On the third or fourth night in Mallorca, after dinner, eating and drinking, while sitting around a table on the patio outside the house, K.G. watches a scene that makes her fear for her daughter's wellbeing, and that of the other children. She was sitting between Gerry McCann and David Payne, when she heard the latter ask whether she, maybe referring to Madeleine, would do 'this', then starting to suck on one of his fingers, which he pushed in and out of his mouth, insinuating a phallic object, while at the same time, with the fingers of his other hand, he traced circles around his nipple, in a provocative and sexual manner. At the moment when K.G. looked at Gerry McCann and David Payne with stupefaction, a nervous silence took place. Then everyone continued to chat as if nothing had happened. This episode left K.G. with serious doubts about David Payne's relationship with children. On another occasion, K.G. would once again see David Payne making the same gestures, this time while speaking about his own daughter. During that holiday period, it was the fathers who usually bathed the children, but from that moment on, K.G. never allowed David Payne to come close to her daughter. After those holidays in Mallorca, K.G. only met David and Fiona Payne on one occasion, and has not spoken to them since.

[…] What is written above was reported to the English police on the 16th of May 2007, only thirteen days after the disappearance of Madeleine, by the couple S.G. and K.G. It was information that was important and pertinent for the investigation. Yet, nothing was transmitted to the Portuguese police.

[…] I think that it was only after I left the investigation, maybe in late October 2007, that K.G.'s deposition was sent to the Portuguese police. It is legitimate to ask: for what reason did the English police, apparently, conceal that testimony for six months? When did they find out that David Payne, who had organised the trip to Mallorca, and who had been signalled with anomalous behaviour towards children, was the same who organized the trip to Portugal, that he was part of the holiday group in the village of Luz where Madeleine had been integrated, that he was the first family friend who could be seen at Kate McCann's side after the child's disappearance (as seen further ahead) and that on the date of the deposition he was still in Portugal, and could be confronted with these statements?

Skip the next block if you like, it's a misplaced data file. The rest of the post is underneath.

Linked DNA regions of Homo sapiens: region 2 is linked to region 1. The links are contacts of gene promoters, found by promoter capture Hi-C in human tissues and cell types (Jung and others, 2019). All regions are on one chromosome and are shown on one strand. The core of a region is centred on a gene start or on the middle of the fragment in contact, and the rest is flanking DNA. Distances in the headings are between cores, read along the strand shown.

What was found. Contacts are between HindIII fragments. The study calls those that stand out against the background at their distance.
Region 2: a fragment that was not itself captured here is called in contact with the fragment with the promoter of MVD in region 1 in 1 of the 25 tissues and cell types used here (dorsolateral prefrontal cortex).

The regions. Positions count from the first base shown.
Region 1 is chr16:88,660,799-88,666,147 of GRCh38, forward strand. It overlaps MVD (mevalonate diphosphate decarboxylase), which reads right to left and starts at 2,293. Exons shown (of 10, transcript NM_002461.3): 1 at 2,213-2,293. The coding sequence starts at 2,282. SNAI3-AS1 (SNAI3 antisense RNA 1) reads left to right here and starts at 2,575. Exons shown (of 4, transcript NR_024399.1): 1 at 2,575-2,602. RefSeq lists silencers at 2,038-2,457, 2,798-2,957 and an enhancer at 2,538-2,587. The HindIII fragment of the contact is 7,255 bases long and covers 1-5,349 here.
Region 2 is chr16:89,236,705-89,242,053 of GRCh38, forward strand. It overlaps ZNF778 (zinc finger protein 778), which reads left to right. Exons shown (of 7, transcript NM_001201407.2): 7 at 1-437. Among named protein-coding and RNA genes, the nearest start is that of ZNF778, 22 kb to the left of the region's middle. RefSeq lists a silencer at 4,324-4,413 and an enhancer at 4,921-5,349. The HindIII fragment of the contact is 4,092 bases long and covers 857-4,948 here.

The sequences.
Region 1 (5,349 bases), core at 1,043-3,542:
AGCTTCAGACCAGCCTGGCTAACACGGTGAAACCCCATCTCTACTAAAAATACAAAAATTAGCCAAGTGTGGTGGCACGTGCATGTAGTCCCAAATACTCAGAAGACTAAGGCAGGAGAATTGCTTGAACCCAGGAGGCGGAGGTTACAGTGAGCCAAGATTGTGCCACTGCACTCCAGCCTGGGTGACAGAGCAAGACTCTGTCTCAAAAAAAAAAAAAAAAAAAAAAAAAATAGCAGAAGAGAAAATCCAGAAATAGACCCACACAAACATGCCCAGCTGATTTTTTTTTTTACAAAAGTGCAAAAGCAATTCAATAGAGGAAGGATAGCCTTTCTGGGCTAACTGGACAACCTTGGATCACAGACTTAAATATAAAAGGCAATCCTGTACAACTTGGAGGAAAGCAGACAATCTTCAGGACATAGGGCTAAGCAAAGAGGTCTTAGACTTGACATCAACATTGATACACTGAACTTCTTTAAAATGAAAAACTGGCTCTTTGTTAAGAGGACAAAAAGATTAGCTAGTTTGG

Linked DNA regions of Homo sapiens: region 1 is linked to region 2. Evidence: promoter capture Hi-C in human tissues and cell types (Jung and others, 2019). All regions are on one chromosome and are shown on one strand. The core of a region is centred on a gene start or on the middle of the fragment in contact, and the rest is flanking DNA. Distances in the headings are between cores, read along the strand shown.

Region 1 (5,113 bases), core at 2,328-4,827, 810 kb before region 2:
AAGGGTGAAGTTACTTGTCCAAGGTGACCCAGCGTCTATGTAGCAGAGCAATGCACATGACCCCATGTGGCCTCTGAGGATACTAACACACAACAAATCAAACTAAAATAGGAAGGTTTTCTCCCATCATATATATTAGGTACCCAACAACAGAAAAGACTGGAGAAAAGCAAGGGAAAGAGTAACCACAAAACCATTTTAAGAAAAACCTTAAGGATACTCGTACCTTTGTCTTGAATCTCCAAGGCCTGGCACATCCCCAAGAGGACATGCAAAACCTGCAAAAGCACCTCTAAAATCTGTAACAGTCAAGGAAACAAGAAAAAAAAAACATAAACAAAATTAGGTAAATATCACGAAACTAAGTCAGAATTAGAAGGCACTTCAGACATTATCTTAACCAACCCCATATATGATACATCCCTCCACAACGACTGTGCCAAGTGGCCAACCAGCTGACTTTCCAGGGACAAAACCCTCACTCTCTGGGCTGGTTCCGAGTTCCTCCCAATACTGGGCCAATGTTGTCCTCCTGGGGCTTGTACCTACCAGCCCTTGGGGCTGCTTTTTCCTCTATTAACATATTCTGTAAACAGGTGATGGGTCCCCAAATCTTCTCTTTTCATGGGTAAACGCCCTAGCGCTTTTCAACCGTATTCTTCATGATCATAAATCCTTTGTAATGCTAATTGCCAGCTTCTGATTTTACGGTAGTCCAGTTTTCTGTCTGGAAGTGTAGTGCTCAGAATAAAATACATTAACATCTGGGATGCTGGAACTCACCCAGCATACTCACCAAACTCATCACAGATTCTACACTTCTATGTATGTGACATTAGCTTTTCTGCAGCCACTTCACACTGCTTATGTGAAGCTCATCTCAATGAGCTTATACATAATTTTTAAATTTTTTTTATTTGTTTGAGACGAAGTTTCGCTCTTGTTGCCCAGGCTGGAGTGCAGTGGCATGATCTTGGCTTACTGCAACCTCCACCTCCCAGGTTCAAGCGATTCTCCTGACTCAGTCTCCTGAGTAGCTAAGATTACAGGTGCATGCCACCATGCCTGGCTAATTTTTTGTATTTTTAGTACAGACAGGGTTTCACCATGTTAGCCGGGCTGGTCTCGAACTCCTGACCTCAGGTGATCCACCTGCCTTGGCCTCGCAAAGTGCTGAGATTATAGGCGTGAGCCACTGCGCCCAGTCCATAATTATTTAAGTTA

[…] In early September, a few days before the McCann couple was constituted as arguidos, Superintendent Stuart Prior travels to Portimão. He brings a first preliminary report [from the forensics lab in Birmingham], and comes to discuss the state of the investigation with us. During a meeting in our office, with the Portuguese and the English investigation teams, Stuart shows his disappointment with the results of the tests. This is where the saga of the FSS reports starts. We read the report and we do not agree with Stuart's disappointment. The blood residues that were collected from the floor, behind the sofa in apartment 5A, as well as the blood residues that were recovered from the boot of the car that was used by the McCanns, are the issue. We talk about blood residues because the CSI dog is trained to detect only that bodily fluid. The reports that were used to based the decision on, which were written by experts Mark Harrison and Martin Grime, are clear: the CSI dog was used to locate human blood. The Low Copy Number, the technique that is used to determine the DNA from those samples, does not determine from which bodily fluid the DNA comes from. In the first case, it can be read that an incomplete DNA result was obtained, because the sample contained little information, presenting low level DNA indications that come from more than one person. But all the DNA components that are confirmed, match the corresponding components from Madeleine’s DNA profile!